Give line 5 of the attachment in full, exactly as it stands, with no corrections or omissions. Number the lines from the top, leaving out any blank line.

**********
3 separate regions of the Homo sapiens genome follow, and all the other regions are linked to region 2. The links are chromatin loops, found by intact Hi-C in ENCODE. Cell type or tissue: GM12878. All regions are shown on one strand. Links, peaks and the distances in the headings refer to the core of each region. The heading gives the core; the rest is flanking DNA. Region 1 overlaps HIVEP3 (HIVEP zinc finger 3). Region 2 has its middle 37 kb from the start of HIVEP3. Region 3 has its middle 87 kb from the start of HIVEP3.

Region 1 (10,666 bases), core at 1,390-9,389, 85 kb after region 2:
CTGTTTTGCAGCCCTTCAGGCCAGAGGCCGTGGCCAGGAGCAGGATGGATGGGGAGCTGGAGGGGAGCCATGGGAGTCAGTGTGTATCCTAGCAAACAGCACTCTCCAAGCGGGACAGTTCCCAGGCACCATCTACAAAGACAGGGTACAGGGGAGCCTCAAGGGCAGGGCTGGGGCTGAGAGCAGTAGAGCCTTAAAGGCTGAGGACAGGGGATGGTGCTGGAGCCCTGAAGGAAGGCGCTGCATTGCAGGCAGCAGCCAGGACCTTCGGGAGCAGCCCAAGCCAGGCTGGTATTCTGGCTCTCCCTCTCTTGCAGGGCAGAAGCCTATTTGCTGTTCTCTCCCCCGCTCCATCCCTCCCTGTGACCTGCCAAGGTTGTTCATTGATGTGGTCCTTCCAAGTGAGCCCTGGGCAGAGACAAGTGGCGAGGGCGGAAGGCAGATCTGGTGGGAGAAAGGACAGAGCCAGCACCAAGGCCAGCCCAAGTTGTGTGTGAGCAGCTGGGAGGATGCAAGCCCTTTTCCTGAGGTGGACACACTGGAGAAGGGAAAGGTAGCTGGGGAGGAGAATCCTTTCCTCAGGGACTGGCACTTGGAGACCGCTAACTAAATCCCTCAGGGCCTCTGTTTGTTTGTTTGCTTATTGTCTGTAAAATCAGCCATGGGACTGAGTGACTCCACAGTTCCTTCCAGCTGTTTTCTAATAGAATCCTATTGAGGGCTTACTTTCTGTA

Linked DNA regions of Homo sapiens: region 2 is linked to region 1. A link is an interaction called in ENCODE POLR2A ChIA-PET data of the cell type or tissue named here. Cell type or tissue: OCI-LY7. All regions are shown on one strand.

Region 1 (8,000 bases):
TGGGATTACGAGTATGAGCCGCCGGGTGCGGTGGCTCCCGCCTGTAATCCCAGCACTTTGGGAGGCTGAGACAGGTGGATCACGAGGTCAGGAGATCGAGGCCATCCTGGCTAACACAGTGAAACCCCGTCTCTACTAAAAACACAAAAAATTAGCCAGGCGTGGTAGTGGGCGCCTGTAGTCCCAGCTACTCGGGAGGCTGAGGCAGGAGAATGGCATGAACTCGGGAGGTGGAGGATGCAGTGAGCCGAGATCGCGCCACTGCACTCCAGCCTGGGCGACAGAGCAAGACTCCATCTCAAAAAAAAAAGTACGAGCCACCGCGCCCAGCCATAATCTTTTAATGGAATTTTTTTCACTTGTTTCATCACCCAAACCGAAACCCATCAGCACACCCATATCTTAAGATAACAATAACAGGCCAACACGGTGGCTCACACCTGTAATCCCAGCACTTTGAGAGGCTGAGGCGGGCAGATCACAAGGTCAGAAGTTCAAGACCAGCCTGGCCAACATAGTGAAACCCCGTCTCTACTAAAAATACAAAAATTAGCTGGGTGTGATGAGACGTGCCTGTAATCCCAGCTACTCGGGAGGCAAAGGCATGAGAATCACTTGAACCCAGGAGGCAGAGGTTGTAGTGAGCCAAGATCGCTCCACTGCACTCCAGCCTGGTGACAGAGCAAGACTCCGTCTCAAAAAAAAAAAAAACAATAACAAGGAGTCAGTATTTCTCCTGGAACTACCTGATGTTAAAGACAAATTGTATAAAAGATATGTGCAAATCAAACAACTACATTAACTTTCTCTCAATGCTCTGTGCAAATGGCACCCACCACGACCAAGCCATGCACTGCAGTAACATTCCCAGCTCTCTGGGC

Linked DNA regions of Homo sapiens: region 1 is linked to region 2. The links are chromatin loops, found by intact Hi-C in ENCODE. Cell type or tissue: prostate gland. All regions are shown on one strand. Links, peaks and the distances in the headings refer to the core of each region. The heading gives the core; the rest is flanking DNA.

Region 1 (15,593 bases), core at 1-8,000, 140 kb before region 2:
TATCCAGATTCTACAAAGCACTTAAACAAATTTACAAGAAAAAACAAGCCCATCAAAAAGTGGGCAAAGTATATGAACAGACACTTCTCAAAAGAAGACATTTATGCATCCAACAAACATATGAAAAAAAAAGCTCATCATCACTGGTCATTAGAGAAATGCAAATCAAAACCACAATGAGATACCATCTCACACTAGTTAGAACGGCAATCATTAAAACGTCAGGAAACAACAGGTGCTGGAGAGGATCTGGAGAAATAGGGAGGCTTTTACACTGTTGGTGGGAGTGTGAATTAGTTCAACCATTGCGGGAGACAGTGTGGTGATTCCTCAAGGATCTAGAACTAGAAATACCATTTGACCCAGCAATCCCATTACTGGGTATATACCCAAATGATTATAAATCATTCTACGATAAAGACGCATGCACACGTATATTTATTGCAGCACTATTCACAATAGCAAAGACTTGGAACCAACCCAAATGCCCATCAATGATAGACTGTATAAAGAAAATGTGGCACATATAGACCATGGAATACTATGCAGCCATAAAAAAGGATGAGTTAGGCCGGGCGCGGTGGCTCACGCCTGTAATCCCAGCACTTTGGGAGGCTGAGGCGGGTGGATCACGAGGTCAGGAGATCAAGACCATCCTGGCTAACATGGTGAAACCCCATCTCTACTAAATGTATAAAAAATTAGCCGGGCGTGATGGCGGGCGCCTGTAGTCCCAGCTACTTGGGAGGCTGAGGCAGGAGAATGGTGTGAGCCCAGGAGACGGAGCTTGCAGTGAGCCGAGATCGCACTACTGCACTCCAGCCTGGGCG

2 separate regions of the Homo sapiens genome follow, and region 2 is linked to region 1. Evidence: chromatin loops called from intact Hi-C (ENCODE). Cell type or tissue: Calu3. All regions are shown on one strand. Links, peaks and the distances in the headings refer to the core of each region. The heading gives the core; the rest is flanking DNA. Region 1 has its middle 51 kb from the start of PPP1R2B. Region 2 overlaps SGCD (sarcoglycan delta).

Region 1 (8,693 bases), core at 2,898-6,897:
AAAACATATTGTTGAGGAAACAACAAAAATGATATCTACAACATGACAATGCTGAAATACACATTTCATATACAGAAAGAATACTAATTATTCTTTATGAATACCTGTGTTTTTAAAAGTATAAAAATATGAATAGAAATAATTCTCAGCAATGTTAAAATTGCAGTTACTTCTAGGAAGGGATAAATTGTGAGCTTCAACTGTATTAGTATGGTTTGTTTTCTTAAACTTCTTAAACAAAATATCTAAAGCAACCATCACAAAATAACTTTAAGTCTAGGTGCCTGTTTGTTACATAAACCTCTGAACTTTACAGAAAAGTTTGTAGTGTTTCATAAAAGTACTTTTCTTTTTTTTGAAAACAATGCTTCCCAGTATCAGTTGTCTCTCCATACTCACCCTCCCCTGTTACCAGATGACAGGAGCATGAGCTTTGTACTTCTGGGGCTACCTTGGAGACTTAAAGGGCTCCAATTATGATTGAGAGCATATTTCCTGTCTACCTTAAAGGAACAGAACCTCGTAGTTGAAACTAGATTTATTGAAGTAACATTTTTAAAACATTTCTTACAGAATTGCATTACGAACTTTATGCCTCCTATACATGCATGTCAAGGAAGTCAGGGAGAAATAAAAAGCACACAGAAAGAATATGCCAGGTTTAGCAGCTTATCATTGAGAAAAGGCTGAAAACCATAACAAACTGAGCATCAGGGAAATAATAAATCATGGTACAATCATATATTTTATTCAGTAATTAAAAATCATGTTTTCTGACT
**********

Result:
Region 1 (8,000 bases):